As such, I will utilize my review of Eclipse using a Ferengi’s most trusted and sacred source of economic theory and practice: the Ferengi Rules of Acquisition.

Rule of Acquisition 34: Peace is good for business and Rule of Acquisition 35: War is good for business

Eclipse is 2-6 player game played over a series of nine rounds. In the game during peaceful conditions or by avoiding fighting, victory points can be gained by upgrading one of your three technology tracks,  opening diplomatic relations with other players and by controlling space hexes via influence tokens or discs. Under war conditions victory points are earned by entering into battle, killing opponent’s ships, and by destroying ancient ships. The victory points are earned by drawing from the reputation tile bag for entering into battle or by taking over a space hex. The space hexes score victory points at the end of the game when a player controls them.

Rule Acquisition 141: Never Pay Retail:
Eclipse is an expensive game weighing 2,680 or almost 6 pounds, but there is value with the price tag. My gaming group likes buying board games by the pound. The heavier the better! If you like heavy board games this game is for you. Agricola, Le Havre, Railways of the World are all fun games and quite heavy. Upon opening the box, I thought the player mat sheet was actually a punch out sheet! The two-sided ginormous player mats do appear confusing with a lot going on, but after going over the rules and playing a few rounds the player mats become intuitive. 

Rule of Acquisition 22: A wise man can hear profit in the wind and Rule of Acquisition 45: Expand or Die
I am not going to explain the rules in entirety; however, I will briefly highlight the different actions to share the favor of the game. On the player mat there are three tracks: Money, Science and Materials. Player's can take the following actions on their turn and expends one token from their available actions:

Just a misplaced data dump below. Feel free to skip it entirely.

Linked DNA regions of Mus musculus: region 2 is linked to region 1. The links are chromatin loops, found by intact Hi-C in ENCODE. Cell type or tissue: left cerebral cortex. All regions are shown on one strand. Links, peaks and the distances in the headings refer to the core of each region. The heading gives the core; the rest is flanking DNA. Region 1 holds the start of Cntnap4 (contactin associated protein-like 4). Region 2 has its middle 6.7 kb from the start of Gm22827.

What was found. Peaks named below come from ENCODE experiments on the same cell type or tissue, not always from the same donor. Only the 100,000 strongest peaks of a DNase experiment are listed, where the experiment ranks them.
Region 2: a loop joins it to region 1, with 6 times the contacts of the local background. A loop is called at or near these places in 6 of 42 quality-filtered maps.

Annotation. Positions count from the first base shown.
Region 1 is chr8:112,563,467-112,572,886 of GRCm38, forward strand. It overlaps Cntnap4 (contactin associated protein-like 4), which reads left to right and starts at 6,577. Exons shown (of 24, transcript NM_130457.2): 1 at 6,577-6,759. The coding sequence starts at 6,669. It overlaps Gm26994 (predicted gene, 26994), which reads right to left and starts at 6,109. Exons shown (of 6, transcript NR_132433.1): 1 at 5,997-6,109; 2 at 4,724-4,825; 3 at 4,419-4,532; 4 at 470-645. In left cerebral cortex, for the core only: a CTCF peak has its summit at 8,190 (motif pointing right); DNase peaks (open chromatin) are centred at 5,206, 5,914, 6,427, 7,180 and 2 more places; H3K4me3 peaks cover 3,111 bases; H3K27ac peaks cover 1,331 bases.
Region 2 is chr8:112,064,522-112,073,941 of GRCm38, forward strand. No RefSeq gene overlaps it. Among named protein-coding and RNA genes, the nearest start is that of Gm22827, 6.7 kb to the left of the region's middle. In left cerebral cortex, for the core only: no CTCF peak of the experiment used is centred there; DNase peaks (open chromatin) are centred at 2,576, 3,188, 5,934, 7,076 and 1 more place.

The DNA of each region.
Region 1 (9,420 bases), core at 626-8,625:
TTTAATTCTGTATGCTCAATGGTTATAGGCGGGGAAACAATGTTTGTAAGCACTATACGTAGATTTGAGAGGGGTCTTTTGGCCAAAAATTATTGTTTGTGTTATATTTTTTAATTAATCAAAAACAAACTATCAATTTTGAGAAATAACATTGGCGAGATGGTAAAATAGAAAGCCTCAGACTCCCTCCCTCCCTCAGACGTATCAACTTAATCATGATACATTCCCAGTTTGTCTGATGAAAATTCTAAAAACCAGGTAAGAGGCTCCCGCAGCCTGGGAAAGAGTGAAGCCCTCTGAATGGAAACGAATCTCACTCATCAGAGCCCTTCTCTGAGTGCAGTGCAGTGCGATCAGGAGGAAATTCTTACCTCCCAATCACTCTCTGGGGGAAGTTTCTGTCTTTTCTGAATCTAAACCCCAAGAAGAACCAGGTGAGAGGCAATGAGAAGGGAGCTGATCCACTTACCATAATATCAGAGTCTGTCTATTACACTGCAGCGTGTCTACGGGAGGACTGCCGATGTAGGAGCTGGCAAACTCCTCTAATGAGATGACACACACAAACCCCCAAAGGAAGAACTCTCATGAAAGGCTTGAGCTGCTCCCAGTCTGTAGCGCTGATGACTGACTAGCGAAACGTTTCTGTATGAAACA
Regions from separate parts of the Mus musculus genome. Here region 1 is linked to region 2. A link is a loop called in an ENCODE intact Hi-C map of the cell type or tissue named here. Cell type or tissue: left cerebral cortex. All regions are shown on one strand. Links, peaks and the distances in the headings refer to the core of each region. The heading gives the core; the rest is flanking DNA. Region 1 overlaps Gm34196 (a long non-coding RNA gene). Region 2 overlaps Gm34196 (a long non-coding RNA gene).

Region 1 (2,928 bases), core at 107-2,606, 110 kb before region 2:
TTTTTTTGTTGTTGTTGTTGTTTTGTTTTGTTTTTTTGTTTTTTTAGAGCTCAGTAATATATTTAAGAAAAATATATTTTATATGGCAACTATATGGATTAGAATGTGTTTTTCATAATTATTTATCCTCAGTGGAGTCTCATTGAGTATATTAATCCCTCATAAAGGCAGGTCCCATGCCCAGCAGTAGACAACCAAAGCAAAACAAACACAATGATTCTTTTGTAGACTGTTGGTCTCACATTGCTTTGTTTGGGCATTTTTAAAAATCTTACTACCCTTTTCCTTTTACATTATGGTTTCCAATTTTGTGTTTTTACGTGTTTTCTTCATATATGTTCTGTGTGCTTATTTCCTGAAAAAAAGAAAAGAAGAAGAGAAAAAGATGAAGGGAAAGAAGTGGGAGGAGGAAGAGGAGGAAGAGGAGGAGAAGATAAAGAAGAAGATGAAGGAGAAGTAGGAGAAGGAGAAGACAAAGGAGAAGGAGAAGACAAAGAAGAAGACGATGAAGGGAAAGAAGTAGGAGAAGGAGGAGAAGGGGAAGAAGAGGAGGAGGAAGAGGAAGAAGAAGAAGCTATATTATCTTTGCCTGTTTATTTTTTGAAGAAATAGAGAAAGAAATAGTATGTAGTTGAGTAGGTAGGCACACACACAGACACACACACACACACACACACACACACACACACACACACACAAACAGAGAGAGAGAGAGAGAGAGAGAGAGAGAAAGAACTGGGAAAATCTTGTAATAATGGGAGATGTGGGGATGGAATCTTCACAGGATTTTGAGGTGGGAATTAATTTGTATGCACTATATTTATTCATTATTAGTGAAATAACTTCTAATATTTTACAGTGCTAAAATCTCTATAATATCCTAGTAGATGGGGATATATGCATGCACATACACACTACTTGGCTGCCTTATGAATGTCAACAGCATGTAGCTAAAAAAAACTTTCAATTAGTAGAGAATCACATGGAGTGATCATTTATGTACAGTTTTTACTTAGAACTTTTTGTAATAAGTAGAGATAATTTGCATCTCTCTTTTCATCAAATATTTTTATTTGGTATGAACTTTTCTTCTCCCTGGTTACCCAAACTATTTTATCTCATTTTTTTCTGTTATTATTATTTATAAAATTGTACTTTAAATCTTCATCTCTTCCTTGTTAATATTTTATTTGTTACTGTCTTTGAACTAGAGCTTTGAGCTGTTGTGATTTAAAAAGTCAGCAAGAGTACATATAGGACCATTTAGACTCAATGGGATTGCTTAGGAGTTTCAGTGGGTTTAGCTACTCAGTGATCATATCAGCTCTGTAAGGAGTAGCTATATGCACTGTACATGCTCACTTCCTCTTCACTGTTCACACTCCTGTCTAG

1. Explore: New space hexes are placed on table to create a modular board. Exploring is a way to expand production of money, science, or materials through conquering a planet. Occasionally, "ancient ships" will be discovered. Upon destroying the ancient ships a player can view a secret tile and either take 2 victory points or a special benefit. It appears, from my experience, early game the benefits are more advantageous and late game the victory points may be a better deal. Following the ancient ship battle a player may place population cubes on the planet of a corresponding color to increase production. Exploring and Conquering a planet in effect requires use of two action tokens (also known as influence discs). 
2. Influence: Move influence discs on the board to hexes without an opponent present or remove influence discs from the board to place back on your player mat. The latter options is a way to reduce upkeep costs at the end of a round the number of actions taken has an associated cost. However, keeping the influence tokens on the board has two distinct benefits: required to increase resource production and controlled space hexes are worth victory points at the end of the game.  Additionally, influence allows you to place additional cubes on the board after you have placed your maximum of three.
3. Research: This action is important! Research allows players to gain technology to increase the effectiveness of their ships in battle, research reduces the cost of future technological upgrades and completing research tracks can be worth victory points. In addition, research allows for players to upgrade production capacity and to produce victory points through use of the build action. What is interesting is each round new technologies become available by random draw and they may also disappear when players purchase them.